Friday, December 12, 2008

Going home to die

Most people think of ambulances in terms of emergencies: lights, sirens, broken glass, blood, and pain. However, most of our work is just helping people who need a hand. They are too sick to walk to the car and ride to the hospital. Or they fell in the bathroom and need help getting up and back to bed. It's just part of the job; it's not glamorous or exciting.

Yet, sometimes they are most rewarding because you actually get to deal with the patient as a person, not as a problem that needs to be fixed. In a real emergency, there is often no time to ask about a name, hometown, or shared interests. It's all asses and elbows, frantically trying to hold the line until the hand off at the ER. While exhilarating, it quite honestly sucks.

We had sad but rewarding one yesterday. We took a transfer from the local hospital to a residence in the county. It was an older man with cancer, and he was going home for hospice care. Everybody knew, even the patient, that this was it. There was no more negotiation, no hopeful miracle. There was nothing more to be done, and now it's just an awful waiting game.

He was quite cheerful, a long time farmer, and told us stories about the area and households as we bumped down dirt roads to his house. As always, the family was waiting for us with smiles and good spirits. Yet, when they turned away or the patient wasn't looking, their faces fell. There were lots of hugs, and people kept stepping out of room to get control of their emotions.

As always, the hospice bed was set up in the front room so that there would be space for visitors and for hospice nurses to work. As always, the bed was positioned so the patient could look out the window.

We carefully brought the patient up the steps on our stretcher and rolled him next to the bed. Taking extra care, we adjusted the sheet he was lying on so we can lift and slide him over. We really didn't need their help, but I usually ask if the family could give us a hand, especially if men or the younger generation are standing there. They almost always lunge at the chance. They feel so helpless and want to be able to do something - anything... The patient winced as we gently lifted him up and moved him to the bed.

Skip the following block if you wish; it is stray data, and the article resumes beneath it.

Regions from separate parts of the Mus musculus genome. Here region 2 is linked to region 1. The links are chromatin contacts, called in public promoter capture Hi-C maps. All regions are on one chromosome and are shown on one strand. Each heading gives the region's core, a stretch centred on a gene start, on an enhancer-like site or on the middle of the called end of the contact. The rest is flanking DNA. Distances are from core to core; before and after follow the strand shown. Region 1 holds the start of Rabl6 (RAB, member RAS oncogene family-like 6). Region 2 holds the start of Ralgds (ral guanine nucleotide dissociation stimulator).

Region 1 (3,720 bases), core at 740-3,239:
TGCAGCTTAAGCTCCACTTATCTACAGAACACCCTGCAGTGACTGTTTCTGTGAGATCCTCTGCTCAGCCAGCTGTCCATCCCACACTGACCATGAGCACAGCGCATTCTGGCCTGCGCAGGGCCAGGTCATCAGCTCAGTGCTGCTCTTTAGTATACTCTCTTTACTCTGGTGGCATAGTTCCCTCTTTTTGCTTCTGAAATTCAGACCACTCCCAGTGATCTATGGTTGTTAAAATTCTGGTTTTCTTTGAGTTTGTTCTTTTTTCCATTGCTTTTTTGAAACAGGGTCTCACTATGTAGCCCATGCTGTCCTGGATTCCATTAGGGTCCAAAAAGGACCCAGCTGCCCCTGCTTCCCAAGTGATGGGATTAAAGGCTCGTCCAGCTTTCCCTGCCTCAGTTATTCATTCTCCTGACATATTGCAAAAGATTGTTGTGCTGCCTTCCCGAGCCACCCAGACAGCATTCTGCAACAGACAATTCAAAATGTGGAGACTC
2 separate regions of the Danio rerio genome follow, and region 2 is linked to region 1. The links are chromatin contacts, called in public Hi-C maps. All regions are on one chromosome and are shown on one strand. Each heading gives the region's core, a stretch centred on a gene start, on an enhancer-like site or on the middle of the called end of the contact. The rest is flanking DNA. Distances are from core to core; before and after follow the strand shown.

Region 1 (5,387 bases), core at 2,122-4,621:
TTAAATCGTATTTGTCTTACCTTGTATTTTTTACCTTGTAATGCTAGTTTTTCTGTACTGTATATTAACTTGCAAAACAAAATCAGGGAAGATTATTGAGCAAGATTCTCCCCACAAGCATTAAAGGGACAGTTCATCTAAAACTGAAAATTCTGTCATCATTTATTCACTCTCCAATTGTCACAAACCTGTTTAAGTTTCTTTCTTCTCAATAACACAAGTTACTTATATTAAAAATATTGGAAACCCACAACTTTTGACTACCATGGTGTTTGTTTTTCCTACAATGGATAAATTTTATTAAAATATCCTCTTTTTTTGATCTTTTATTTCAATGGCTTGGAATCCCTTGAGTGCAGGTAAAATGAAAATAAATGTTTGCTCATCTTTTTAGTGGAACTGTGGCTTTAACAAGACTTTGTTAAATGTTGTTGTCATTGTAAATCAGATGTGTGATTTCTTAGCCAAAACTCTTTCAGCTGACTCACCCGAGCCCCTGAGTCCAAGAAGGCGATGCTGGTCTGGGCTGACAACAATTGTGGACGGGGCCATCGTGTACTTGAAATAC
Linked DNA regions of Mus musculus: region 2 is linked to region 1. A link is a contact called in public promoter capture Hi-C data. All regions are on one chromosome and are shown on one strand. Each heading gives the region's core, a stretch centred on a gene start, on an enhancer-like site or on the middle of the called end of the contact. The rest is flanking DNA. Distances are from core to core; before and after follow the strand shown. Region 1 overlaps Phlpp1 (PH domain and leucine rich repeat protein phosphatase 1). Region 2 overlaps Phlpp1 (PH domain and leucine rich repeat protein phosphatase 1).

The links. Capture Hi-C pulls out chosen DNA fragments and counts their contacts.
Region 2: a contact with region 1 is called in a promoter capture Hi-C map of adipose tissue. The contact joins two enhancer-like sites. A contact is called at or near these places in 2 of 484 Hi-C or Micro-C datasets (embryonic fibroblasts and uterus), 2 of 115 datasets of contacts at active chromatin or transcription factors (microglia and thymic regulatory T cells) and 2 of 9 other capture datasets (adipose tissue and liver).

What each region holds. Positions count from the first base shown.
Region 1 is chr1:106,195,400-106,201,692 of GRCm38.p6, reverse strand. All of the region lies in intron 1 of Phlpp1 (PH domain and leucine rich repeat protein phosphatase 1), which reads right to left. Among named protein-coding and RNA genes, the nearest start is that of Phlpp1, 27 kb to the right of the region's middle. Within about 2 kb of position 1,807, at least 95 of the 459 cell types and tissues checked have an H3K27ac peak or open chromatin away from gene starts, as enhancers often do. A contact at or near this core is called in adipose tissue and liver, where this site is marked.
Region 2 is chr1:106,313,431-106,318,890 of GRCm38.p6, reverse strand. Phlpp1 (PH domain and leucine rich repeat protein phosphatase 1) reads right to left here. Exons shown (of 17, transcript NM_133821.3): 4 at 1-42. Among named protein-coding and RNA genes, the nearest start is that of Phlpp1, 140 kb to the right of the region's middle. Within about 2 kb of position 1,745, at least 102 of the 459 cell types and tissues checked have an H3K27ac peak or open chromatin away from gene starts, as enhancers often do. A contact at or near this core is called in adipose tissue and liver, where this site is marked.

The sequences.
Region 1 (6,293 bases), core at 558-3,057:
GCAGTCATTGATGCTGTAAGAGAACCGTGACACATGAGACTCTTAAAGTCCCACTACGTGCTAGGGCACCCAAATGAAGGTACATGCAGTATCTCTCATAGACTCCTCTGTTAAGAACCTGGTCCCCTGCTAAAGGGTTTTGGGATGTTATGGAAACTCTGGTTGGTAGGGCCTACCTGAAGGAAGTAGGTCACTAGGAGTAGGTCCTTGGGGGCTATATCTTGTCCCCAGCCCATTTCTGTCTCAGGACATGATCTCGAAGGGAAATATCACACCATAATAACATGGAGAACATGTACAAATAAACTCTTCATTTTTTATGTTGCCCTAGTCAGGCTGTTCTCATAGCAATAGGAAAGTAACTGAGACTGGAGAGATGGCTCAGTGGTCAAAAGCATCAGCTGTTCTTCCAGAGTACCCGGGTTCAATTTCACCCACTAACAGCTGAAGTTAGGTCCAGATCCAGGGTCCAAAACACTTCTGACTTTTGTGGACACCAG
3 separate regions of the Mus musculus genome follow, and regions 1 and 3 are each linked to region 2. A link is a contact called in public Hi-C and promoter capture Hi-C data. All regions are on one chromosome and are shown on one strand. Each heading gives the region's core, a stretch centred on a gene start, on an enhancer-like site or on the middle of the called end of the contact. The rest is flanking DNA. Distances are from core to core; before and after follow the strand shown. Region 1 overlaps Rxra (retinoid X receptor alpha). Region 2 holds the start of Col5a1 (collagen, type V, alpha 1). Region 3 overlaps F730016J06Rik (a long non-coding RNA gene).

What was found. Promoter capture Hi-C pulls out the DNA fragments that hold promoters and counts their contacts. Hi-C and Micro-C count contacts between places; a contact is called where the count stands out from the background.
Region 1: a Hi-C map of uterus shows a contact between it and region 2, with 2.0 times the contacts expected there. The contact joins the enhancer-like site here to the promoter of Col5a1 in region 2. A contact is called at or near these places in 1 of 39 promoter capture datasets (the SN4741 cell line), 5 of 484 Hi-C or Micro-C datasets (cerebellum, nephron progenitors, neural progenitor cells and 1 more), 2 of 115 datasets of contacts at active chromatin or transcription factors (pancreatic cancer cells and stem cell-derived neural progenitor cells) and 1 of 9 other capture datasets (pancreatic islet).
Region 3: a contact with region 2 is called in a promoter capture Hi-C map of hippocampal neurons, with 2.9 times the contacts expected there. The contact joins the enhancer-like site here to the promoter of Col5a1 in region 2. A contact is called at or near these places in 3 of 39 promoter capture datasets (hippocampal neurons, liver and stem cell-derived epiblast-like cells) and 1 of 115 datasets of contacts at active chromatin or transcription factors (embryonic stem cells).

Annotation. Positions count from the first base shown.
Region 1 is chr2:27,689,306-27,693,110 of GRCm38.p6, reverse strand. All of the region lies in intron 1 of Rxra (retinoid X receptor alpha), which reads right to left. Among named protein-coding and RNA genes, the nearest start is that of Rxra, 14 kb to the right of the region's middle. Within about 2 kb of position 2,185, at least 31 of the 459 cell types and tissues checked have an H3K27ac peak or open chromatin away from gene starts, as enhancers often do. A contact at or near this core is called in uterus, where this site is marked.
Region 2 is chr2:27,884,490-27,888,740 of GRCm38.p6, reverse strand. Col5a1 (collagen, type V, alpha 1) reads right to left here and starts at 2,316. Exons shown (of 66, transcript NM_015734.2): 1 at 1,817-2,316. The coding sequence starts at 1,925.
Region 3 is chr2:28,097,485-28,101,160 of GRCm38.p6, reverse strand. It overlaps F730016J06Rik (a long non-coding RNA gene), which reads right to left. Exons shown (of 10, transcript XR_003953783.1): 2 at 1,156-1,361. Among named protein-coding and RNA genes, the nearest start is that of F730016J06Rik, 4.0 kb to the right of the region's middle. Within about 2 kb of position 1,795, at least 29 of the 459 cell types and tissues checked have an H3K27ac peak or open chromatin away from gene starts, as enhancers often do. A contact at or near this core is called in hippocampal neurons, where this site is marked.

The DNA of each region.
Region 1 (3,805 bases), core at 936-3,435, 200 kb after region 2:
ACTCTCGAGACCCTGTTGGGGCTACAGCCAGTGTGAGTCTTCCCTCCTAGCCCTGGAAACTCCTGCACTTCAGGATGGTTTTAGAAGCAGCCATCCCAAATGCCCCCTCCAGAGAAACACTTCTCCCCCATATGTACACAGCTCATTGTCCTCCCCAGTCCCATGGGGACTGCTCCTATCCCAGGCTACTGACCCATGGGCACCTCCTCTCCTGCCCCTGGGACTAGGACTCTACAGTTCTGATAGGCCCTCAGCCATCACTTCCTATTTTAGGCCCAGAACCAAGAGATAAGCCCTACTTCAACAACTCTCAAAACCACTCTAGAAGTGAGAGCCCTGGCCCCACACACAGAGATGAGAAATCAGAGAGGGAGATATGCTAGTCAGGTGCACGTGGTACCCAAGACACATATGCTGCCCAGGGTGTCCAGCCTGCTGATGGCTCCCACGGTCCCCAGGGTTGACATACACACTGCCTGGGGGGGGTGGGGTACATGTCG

We tucked the patient in and answered any questions we could. Hands were shook, and I used my favorite parting line, which always gets a laugh, "I hope I never see you again."

We said our goodbyes and loaded the stretcher in the ambulance. We climbed into the cab and sat there for a long moment. Then, as always, a version of an eternal conversation happened. "That sucks," one of us said. Long pause. "Yep. Makes you think...," replied the other. Long pause. "I think I'll call my wife..." And off we drove to the next one.

1 comment:

kurtzb said...

That is beautifully written. I still remember the faces of the paramedics that came and took my father out of our home into a hospice. I was 9 months pregnant with my daughter and I think they were more concerned I was going to drop than anything else.
Thank you for taking the care you do. It takes a special man - I know, I married one too;)
Betsy Kurtz-Nunn